Qatar World Cup 2022Diary: Business as usual in Doha

The constant buzz on the phone

There are groups and groups... casual, formal, organisational and so on

September 25, 2022 01:37 am | Updated 01:37 am IST

Think about making WhatsApp fun.

Think about making WhatsApp fun. | Photo Credit: Getty Images/iStockphoto

One of the spin-offs of the pandemic is the countless WhatsApp groups that sprang up like mushrooms, more prolific than the coronavirus! Without the ubiquitous smartphone, you are absolutely lost. First thing in the morning the hand reaches out is the mobile resting by your bedside.

If you are not part of one WhatsApp group or the other, one would think you are a blot on society. The nuisance value of the groups varies, making you pull your hair and scream that WhatsApp should impose charges on more than five forwards a day. One can’t exit — it is your mother’s family, or your father’s, or your husband’s (‘No family values, these days!’). And then there are old schoolmates, current friends, neighbours, (‘What a misanthrope!’ ), cultural bodies. What on earth is WhatApp going to gain by making the world an oyster in your hands still remains a mystery despite lectures on the importance of advertisement and data possession...!

There are groups and groups... casual, formal, organisational, and so on. But the ones formed to nurture common interests are the ones which command our loyalty and time the most. Yours truly is part of one such literary conglomerate where good mornings and birthday wishes are strictly off-limits. If a novice happens to transgress, there you have the admin, a strict disciplinarian, a former Army man, wielding his baton menacingly, shooing them away. Only your own writings on a prescribed topic can be shared. No Hyde Park this, please.

Each day of the week is earmarked for a specific literary activity. Spilling over the next day is a strict no-no. If it is a weekly column on a particular subject by so and so member, others have no business posting a totally unconnected piece, even if it’s their own. They can respond to the column, applauding or disagreeing or adding to it. Wednesday is the photo caption day. An interesting picture or pictures are put up and the members can come out with fitting captions in limericks, prose, rhyme or no rhyme, but all with reason. Fridays are devoted to the goddesses — Soundarya Lahari is sung by a member and the Sanskrit scholar gives word to word meaning making it intelligible to all.

The most awaited day is Saturday, the photo poem day. If caption writing is a Twenty20 match, this one is a true Test match. The previous day itself an evocative picture is posted with enough notice to summon one’s long forgotten muse. The next day, the creative cup (pun intended) brims over. Positive responses from all buoys one up. Jokes apart, the past two years the group was instrumental in the emergence of many closet poets amid us, a revelation mainly to oneself !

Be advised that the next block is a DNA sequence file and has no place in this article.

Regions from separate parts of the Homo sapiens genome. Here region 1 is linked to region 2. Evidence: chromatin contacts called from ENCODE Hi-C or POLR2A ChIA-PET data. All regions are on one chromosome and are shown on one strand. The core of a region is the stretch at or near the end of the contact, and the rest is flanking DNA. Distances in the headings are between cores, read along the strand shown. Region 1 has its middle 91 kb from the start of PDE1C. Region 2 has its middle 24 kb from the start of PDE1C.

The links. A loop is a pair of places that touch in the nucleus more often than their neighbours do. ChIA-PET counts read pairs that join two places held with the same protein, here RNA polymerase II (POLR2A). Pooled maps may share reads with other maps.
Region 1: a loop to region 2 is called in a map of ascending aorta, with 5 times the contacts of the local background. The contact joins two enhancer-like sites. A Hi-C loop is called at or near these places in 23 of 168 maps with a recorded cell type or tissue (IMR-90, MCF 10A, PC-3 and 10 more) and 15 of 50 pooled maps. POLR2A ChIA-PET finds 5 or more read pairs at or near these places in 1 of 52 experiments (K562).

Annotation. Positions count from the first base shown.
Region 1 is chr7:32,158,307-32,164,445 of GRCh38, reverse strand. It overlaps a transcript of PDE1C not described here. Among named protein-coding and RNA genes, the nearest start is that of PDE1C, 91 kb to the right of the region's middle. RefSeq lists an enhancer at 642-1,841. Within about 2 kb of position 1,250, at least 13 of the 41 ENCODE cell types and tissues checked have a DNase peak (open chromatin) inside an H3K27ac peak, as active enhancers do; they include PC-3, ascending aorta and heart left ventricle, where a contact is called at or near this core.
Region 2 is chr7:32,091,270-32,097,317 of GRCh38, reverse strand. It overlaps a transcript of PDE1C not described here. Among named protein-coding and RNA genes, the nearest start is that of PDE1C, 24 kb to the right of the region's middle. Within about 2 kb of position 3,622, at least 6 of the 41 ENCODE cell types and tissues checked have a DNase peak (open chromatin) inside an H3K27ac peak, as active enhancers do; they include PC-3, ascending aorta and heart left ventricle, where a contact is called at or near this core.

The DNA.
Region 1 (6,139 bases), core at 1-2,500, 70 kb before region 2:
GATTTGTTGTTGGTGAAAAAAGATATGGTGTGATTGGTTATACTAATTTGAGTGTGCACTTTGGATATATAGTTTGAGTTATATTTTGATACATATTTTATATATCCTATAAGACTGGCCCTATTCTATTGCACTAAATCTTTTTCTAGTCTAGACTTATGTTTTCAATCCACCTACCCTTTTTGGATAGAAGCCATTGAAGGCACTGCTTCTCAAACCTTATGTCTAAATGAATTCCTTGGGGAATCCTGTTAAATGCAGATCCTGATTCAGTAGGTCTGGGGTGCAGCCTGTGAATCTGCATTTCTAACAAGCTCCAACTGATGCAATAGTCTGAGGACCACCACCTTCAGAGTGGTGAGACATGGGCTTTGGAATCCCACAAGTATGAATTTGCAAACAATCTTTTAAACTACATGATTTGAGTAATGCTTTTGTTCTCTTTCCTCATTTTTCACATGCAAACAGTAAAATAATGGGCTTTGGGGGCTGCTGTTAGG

Sunday is the day when your mobile virtually catches fire. It is the Antakshari day ! Varied fare every week: film songs, patriotic songs, lyrics, proverbs, riddles, you name it, we have it!

The members recite/sing, record and hoist it on the group. No time to breathe until the first flurry of excitement wanes! The ones producing the already done stuff are told off in no uncertain terms. The battle that ensues is not among sari- and dhothi-clad adults but with schoolchildren with two tightly woven pig-tails, at each other’s throats. The admin intervenes and calls a truce. In a huff, the soldiers retreat. In no time, they kiss and make up and are back in action. The nostalgia trip continues even after the set limit of 9 p.m. till the admin, exhausted after calling the house to order the whole day, sings the National Anthem .

Now you know why apart from the prospect of your morning cup of coffee, beaded bubbles winking at the brim, it is the beeping Tom who makes you get up and face the day!

Top News Today


Comments have to be in English, and in full sentences. They cannot be abusive or personal. Please abide by our community guidelines for posting your comments.

We have migrated to a new commenting platform. If you are already a registered user of The Hindu and logged in, you may continue to engage with our articles. If you do not have an account please register and login to post comments. Users can access their older comments by logging into their accounts on Vuukle.